Hollywood’s ‘invisibility epidemic’ extends well beyond the Oscars, study says



Men far outnumber women as directors, writers and industry executives. Minorities are drastically underrepresented in acting roles. Lesbian, gay and transgender characters are almost nonexistent.

This is the portrait of an “epidemic of invisibility” in Hollywood described by researchers in a study released on Monday of more than 400 movies and scripted television series from 2014 and 2015.

“The film industry still functions as a straight, white, boy’s club,” said the study, which was conducted by the Media, Diversity and Social Change Initiative at the University of Southern California’s Annenberg School for Communication and Journalism.

Its release just days before the Academy Awards ceremony echoed earlier findings by the Directors Guild of America and was sure to deepen the debate over the lack of diversity among this year’s acting nominees. For the second year in a row, the nominations did not recognize any minority actors.

“The hashtag #OscarsSoWhite should be changed to #HollywoodSoWhite,” the study said, referring to the Twitter protest, “as our findings show that an epidemic of invisibility runs throughout popular storytelling.”

The study found that women and girls made up less than 34 per cent of speaking characters in movies and scripted series. The share was worse in films: About 29 per cent of the parts went to female actors.

Minority groups represented a little more than 28 per cent of speaking characters in films and series, about 10 per cent less than their share of the general population, according to the study. Just 2 per cent were identified as LGBT.

Women were heavily outnumbered by men behind the camera, making up about 15 per cent of directors, about 29 per cent of writers and about 23 per cent of series creators, the study found.

The disparity was starkest on movie sets, where women were hired to less than 4 per cent of directing jobs. Only two directors were black women during that period: Amma Asante, the director of the British period drama Belle, and Ava DuVernay, the director of Selma, whose omission among last year’s Oscar nominees prompted indignation.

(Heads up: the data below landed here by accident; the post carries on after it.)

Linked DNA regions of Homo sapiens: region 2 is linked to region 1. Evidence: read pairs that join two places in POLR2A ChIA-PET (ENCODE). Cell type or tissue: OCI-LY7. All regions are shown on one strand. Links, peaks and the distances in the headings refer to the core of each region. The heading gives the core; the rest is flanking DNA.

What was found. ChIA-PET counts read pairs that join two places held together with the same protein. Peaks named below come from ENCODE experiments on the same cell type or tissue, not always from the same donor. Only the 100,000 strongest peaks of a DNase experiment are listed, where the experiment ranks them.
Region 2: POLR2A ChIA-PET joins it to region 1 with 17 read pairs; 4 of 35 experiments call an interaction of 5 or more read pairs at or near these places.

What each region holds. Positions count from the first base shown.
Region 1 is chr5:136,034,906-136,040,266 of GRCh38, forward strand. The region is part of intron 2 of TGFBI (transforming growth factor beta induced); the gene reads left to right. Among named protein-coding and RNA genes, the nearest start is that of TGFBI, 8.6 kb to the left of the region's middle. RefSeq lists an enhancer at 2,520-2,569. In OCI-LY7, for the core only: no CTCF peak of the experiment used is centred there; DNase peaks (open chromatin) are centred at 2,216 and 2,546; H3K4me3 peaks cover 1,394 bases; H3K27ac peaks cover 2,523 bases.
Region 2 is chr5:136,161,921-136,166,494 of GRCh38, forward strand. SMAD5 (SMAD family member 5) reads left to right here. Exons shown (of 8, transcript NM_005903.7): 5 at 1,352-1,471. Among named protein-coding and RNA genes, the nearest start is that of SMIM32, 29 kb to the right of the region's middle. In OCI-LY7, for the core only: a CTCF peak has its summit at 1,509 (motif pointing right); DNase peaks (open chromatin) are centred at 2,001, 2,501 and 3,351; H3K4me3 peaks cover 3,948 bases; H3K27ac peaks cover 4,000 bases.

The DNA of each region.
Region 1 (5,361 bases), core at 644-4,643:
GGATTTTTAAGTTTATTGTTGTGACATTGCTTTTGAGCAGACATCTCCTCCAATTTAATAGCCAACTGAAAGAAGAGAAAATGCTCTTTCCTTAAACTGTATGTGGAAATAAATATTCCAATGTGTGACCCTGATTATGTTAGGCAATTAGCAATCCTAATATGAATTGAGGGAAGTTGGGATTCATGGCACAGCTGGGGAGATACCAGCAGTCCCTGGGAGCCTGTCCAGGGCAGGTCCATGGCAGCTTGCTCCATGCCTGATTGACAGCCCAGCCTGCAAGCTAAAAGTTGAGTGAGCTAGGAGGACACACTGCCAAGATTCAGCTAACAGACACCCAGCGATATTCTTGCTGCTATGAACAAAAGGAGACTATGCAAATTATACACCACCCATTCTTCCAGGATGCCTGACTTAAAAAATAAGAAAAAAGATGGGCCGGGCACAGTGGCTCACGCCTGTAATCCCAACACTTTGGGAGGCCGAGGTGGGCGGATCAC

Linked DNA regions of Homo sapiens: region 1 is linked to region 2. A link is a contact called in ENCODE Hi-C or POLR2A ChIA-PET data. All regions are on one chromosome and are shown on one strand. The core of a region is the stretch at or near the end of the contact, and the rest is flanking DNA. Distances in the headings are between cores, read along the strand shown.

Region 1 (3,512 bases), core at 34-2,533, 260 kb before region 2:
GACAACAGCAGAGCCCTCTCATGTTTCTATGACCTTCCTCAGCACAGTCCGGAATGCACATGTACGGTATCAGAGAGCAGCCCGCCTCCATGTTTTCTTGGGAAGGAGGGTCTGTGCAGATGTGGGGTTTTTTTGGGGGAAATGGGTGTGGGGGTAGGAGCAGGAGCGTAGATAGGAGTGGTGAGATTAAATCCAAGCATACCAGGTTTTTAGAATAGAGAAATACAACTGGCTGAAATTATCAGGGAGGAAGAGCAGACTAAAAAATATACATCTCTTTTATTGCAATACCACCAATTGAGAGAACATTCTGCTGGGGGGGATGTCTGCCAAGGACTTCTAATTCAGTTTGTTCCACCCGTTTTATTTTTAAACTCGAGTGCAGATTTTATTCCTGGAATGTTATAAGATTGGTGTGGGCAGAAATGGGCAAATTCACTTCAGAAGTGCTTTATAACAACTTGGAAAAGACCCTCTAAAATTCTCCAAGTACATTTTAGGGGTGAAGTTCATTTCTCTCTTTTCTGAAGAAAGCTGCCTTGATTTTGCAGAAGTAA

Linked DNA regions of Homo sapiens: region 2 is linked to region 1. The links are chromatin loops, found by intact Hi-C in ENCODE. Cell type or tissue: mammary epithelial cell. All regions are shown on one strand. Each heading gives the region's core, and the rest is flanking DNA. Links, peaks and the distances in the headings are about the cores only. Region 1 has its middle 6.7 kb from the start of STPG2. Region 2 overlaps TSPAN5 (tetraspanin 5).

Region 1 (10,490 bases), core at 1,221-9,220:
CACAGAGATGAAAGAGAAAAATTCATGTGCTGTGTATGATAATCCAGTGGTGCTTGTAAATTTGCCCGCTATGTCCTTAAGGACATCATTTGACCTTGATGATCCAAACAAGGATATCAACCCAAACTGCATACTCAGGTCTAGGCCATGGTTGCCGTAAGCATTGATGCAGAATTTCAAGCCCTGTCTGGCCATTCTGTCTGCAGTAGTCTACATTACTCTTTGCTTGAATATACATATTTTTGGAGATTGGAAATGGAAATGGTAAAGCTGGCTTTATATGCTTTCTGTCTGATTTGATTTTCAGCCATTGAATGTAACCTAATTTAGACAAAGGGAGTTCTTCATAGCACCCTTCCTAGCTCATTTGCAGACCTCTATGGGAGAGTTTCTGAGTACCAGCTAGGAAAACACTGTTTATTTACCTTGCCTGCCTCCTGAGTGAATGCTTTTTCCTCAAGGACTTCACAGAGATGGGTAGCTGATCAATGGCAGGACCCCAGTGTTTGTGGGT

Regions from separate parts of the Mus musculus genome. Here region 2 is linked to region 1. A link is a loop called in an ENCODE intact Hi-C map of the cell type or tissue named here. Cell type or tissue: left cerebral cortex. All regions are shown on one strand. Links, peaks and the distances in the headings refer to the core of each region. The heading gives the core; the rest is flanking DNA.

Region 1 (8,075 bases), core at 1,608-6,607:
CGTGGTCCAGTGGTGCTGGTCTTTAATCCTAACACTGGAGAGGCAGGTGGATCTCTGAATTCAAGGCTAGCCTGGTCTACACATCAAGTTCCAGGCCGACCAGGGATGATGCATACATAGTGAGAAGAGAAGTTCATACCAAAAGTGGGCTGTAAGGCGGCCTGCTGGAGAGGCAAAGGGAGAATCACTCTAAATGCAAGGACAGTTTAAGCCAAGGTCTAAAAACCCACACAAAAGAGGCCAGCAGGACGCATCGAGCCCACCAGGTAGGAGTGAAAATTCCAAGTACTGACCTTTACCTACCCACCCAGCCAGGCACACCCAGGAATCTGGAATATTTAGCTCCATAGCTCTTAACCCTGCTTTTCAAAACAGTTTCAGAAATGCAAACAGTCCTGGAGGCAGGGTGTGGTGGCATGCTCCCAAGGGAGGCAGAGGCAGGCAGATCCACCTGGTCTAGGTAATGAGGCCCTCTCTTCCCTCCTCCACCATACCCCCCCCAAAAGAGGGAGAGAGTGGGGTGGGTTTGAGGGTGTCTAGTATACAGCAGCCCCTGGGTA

The researchers said they hoped to broaden the discussion about diversity in Hollywood. Stacy L. Smith, a professor at the University of Southern California and an author of the study, said the findings mapped out an ecosystem of inequality in which the Academy Awards was just one of the most visible outcomes.

“It becomes really important to think about not just the awards but – from television, streaming and cinematic content – who gets opportunities on-screen and behind the camera. Who gets hired,” she said.

“This is providing a larger frame around the Academy Awards and why, at the end of that whole series of decisions, we might see a very, very narrow slice of humanity getting nominated because the entire ecosystem has a problem, and that’s what the data speaks to.”

Anger over the lack of minorities in this year’s acting category led director Spike Lee and actress Jada Pinkett Smith to announce in January that they would not attend Sunday’s Oscar ceremony. The Academy’s president, Cheryl Boone Isaacs, then promised a review of recruitment efforts, saying it was “time for big changes.”

The Annenberg researchers also, for the first time, analysed 10 major media companies, including old-guard firms like Sony and 21st Century Fox, along with the newcomers Netflix, Amazon and Hulu, and scored them for diversity in five categories. Each one failed to meet the study’s definition of “inclusive.”

Women represented about 20 per cent of the companies’ corporate boards, chief executives and executive management teams.

Several of the studios, including Time Warner, which fared the worst, declined to comment on the study.

Twenty-First Century Fox highlighted its efforts to deepen the diversity of the industry, pointing to its part in setting up the Fox Writers Intensive and the Fox Global Directors Initiative. The study’s authors suggested that media companies grappling with diversity problems would be well advised to start behind the camera. When women are directing or creating the series, casts tend to reflect greater diversity, the study found.

“If we see a tilted view of humanity on-screen, the question becomes, ‘Who’s getting opportunities behind the camera?'” Smith said. “And what we see is there is a tilted opportunity behind the camera as well.”

Barbara Schock, a filmmaker and chairwoman of the graduate film program at the Tisch School of the Arts at New York University, said the challenge of diversifying the ranks of film directors did not trace to a lack of talented women.

Media companies just need to open their eyes, she said. “They’re not looking. Because they are here.”

She added: “I’ve got a long list of excellent female directors I can highly recommend, primed for their opportunities. Pregnant or not.”

The New York Times



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